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New Brazilian law requires compulsory registration of all pregnant women

Date: 24 January 2012
Source: RH Reality Check and A Paper Bird

In the dead of night on December 27, while parliament was closed, Brazilian President Dilma Rousseff enacted a "provisional measure" that, if approved by the parliament within two months, will require all pregnancies to be registered, under women's names, with the government. Provisional Measure 557 (PM 557, translated here for the RHM website) creates a National System of Registration, Vigilance and Monitoring of Women's Care during Pregnancy and Post Childbirth for the Prevention of Maternal Mortality.

The President claims that PM 557 will address Brazil's high rates of maternal mortality by ensuring better access, coverage and quality of maternal health care, notably for high-risk pregnancies.

However, activists are extremely concerned about the anti-abortion implications of PM557. The decree gives the fetus rights with the same status as the pregnant woman for the first time in Brazil. Abortion is legal only in the case of rape, severe genetic abnormalities, or danger to the woman's life, yet it is estimated that one in five Brazilian women will have an abortion in her lifetime. The Health Ministry estimates that 200,000 women are hospitalised each year as a result of unsafe induced abortion. By placing the woman's name in a national registry, a woman may be treated as legally 'obligated' to have every child she conceives.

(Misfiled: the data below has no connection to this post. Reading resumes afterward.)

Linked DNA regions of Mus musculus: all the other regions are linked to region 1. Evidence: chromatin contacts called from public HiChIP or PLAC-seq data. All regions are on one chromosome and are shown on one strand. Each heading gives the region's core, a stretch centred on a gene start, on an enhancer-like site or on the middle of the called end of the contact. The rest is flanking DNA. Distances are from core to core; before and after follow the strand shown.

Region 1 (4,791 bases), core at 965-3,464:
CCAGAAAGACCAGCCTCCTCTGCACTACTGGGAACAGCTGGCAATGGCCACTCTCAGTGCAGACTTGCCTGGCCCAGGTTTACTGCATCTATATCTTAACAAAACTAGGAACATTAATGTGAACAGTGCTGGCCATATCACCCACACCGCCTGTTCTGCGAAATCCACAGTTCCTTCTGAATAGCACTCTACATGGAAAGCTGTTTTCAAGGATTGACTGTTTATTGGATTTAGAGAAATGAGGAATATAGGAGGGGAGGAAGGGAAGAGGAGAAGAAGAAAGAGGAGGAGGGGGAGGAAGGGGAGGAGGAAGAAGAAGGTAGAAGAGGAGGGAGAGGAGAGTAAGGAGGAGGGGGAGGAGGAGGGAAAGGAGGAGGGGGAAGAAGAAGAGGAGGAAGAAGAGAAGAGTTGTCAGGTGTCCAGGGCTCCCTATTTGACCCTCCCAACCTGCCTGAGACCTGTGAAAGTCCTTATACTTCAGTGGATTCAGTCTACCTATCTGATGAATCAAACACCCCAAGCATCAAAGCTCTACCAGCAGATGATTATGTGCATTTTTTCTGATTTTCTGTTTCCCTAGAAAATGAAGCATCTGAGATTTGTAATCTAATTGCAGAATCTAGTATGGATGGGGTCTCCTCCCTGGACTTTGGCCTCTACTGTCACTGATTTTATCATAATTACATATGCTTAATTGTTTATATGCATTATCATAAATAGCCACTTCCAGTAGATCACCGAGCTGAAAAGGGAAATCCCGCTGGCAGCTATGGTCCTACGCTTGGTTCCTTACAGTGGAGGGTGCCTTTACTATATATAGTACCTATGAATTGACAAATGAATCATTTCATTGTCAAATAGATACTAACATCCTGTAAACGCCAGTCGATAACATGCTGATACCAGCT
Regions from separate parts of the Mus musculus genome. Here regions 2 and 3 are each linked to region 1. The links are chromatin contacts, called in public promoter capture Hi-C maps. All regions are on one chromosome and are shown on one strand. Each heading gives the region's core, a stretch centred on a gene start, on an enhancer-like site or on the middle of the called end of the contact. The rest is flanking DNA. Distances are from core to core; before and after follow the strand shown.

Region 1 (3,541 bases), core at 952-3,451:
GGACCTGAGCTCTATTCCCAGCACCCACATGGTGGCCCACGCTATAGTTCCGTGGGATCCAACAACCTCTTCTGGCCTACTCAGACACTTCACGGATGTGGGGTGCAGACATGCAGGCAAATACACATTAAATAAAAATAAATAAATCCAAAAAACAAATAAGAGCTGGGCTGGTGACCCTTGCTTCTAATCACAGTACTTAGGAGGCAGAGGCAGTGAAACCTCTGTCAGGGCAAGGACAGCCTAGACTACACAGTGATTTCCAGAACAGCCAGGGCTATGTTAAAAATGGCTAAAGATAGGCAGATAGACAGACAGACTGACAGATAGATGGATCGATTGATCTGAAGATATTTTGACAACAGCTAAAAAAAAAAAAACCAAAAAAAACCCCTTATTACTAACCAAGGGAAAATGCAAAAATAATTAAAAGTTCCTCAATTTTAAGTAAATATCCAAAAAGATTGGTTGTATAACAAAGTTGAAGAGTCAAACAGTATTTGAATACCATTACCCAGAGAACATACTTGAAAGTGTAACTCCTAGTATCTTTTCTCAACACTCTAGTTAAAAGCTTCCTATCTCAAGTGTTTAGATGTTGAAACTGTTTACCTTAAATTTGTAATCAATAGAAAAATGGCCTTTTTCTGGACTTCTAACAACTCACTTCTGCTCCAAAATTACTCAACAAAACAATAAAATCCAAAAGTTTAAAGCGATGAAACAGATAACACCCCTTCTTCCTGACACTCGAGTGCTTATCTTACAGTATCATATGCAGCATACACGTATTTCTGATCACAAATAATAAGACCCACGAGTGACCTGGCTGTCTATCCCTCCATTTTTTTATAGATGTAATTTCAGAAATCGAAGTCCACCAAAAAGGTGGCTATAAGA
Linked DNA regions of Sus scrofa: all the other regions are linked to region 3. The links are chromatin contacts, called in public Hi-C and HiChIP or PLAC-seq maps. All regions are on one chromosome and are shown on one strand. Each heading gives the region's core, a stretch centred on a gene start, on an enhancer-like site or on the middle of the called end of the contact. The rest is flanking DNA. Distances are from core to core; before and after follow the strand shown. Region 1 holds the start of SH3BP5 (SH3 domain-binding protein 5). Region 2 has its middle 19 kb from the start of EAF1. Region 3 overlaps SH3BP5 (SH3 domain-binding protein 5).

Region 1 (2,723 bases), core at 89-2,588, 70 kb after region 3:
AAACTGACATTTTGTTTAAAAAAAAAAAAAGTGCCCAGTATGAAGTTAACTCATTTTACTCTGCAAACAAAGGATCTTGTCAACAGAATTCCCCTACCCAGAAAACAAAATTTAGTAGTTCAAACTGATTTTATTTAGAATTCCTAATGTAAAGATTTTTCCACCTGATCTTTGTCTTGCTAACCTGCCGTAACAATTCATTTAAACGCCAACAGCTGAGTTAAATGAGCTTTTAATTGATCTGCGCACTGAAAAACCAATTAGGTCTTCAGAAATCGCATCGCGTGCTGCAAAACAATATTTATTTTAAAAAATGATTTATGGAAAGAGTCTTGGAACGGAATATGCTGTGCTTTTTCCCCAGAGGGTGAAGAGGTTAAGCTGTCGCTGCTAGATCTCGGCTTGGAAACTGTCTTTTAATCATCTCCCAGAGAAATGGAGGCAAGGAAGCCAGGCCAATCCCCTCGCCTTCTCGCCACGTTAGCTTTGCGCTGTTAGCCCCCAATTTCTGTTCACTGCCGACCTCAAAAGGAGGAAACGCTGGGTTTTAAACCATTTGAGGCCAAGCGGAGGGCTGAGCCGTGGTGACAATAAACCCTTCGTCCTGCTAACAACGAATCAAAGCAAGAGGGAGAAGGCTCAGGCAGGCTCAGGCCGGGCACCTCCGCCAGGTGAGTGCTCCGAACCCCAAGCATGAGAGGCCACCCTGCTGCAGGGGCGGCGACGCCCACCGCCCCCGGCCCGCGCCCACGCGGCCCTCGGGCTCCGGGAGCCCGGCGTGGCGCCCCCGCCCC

Anti-abortion politicians are pushing for further laws and will be greatly heartened by this measure. For example, the Chamber of Deputies is currently considering a bill to pay women who become pregnant due to rape and do not have an abortion a minimum wage until the child reaches 18 years of age, what activists are calling a "rape pension".

PM557 is unlikely to reduce maternal mortality, despite that being its stated aim. Although pregnancies will be monitored, there is no guarantee that maternity care will be available to all pregnant women and no funding is mandated to improve maternity services. The bill does say the federal government will provide financial support of about US$27 for registered pregnant women to pay for transportation to health facilities for antenatal and delivery care. However, women must comply with specific conditions set by the state to receive the stipend and access to antenatal tests, timely diagnosis of complications, skilled attendance at delivery, emergency obstetric care, or referrals for specialist care if needed are also not mentioned. Maternal morbidity and mortality in Brazil are primarily related to unsafe abortion and the poor quality of obstetric care in some public health facilities, mainly affecting the poorest women.

Activists compare this measure to similar surveillance of pregnant women which had pronatalist, anti-abortion intention under Ceausescu's dictatorship in Romania in the 1980s.

The measure has to be submitted for approval to the parliament within two months.

Brazilian women's groups and NGOs are considering the implications and deciding how to respond to this surprise event.